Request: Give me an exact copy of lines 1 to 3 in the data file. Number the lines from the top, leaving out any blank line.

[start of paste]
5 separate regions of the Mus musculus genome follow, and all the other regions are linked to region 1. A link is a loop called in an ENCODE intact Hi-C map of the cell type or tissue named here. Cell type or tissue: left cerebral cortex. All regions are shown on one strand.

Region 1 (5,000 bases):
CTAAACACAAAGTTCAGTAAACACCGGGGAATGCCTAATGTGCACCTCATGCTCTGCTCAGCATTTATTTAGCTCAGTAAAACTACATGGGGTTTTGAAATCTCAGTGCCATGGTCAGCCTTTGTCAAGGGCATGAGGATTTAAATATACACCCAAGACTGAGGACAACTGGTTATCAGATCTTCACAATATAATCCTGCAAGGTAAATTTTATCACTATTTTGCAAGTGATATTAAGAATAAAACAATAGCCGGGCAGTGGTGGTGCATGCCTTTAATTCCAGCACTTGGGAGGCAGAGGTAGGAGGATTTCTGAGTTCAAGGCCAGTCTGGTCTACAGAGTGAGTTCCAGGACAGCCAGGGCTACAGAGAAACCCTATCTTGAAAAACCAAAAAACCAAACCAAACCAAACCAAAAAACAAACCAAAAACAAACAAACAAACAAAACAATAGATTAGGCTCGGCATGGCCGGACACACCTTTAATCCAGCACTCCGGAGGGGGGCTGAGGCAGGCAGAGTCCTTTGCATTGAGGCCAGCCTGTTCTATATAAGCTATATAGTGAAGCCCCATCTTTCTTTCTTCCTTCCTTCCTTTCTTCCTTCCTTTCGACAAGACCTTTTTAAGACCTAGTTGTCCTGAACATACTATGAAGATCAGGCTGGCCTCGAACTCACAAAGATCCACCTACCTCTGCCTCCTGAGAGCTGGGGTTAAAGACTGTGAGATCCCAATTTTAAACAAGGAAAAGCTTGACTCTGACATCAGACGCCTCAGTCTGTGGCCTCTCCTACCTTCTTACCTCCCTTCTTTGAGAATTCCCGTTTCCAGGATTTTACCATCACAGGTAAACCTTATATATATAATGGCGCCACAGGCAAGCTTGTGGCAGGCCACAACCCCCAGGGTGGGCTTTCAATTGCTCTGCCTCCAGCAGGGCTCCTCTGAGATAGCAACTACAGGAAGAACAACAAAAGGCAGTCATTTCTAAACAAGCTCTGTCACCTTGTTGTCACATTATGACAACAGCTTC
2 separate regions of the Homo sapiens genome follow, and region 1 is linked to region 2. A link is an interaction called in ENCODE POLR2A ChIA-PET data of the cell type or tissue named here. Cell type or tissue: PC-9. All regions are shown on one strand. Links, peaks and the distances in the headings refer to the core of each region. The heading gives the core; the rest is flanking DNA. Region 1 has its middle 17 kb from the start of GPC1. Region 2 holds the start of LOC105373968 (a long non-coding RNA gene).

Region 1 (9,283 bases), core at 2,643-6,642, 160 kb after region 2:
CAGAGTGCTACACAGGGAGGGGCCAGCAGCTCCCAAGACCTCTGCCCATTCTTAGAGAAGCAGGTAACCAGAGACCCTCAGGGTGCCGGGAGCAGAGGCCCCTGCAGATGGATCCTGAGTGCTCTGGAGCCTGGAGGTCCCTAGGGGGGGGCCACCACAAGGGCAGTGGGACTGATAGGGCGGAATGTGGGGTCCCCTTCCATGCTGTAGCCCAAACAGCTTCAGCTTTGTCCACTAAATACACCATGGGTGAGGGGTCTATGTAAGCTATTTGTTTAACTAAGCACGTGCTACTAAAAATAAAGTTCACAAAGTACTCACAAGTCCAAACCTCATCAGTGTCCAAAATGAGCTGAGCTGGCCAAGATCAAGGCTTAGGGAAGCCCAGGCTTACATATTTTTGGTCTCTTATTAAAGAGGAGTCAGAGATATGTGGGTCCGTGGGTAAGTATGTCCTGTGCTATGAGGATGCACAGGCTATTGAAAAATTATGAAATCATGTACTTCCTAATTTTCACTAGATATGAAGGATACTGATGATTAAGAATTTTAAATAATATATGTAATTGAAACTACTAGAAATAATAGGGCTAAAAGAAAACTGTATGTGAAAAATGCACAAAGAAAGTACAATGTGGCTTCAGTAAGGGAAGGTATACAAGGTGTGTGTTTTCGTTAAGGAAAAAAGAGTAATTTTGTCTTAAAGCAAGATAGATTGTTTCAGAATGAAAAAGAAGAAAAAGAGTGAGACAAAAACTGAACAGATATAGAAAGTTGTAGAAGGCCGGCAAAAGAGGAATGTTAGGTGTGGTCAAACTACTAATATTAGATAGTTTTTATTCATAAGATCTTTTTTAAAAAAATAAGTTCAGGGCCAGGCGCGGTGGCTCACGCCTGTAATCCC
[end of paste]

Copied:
5 separate regions of the Mus musculus genome follow, and all the other regions are linked to region 1. A link is a loop called in an ENCODE intact Hi-C map of the cell type or tissue named here. Cell type or tissue: left cerebral cortex. All regions are shown on one strand.

Region 1 (5,000 bases):
CTAAACACAAAGTTCAGTAAACACCGGGGAATGCCTAATGTGCACCTCATGCTCTGCTCAGCATTTATTTAGCTCAGTAAAACTACATGGGGTTTTGAAATCTCAGTGCCATGGTCAGCCTTTGTCAAGGGCATGAGGATTTAAATATACACCCAAGACTGAGGACAACTGGTTATCAGATCTTCACAATATAATCCTGCAAGGTAAATTTTATCACTATTTTGCAAGTGATATTAAGAATAAAACAATAGCCGGGCAGTGGTGGTGCATGCCTTTAATTCCAGCACTTGGGAGGCAGAGGTAGGAGGATTTCTGAGTTCAAGGCCAGTCTGGTCTACAGAGTGAGTTCCAGGACAGCCAGGGCTACAGAGAAACCCTATCTTGAAAAACCAAAAAACCAAACCAAACCAAACCAAAAAACAAACCAAAAACAAACAAACAAACAAAACAATAGATTAGGCTCGGCATGGCCGGACACACCTTTAATCCAGCACTCCGGAGGGGGGCTGAGGCAGGCAGAGTCCTTTGCATTGAGGCCAGCCTGTTCTATATAAGCTATATAGTGAAGCCCCATCTTTCTTTCTTCCTTCCTTCCTTTCTTCCTTCCTTTCGACAAGACCTTTTTAAGACCTAGTTGTCCTGAACATACTATGAAGATCAGGCTGGCCTCGAACTCACAAAGATCCACCTACCTCTGCCTCCTGAGAGCTGGGGTTAAAGACTGTGAGATCCCAATTTTAAACAAGGAAAAGCTTGACTCTGACATCAGACGCCTCAGTCTGTGGCCTCTCCTACCTTCTTACCTCCCTTCTTTGAGAATTCCCGTTTCCAGGATTTTACCATCACAGGTAAACCTTATATATATAATGGCGCCACAGGCAAGCTTGTGGCAGGCCACAACCCCCAGGGTGGGCTTTCAATTGCTCTGCCTCCAGCAGGGCTCCTCTGAGATAGCAACTACAGGAAGAACAACAAAAGGCAGTCATTTCTAAACAAGCTCTGTCACCTTGTTGTCACATTATGACAACAGCTTC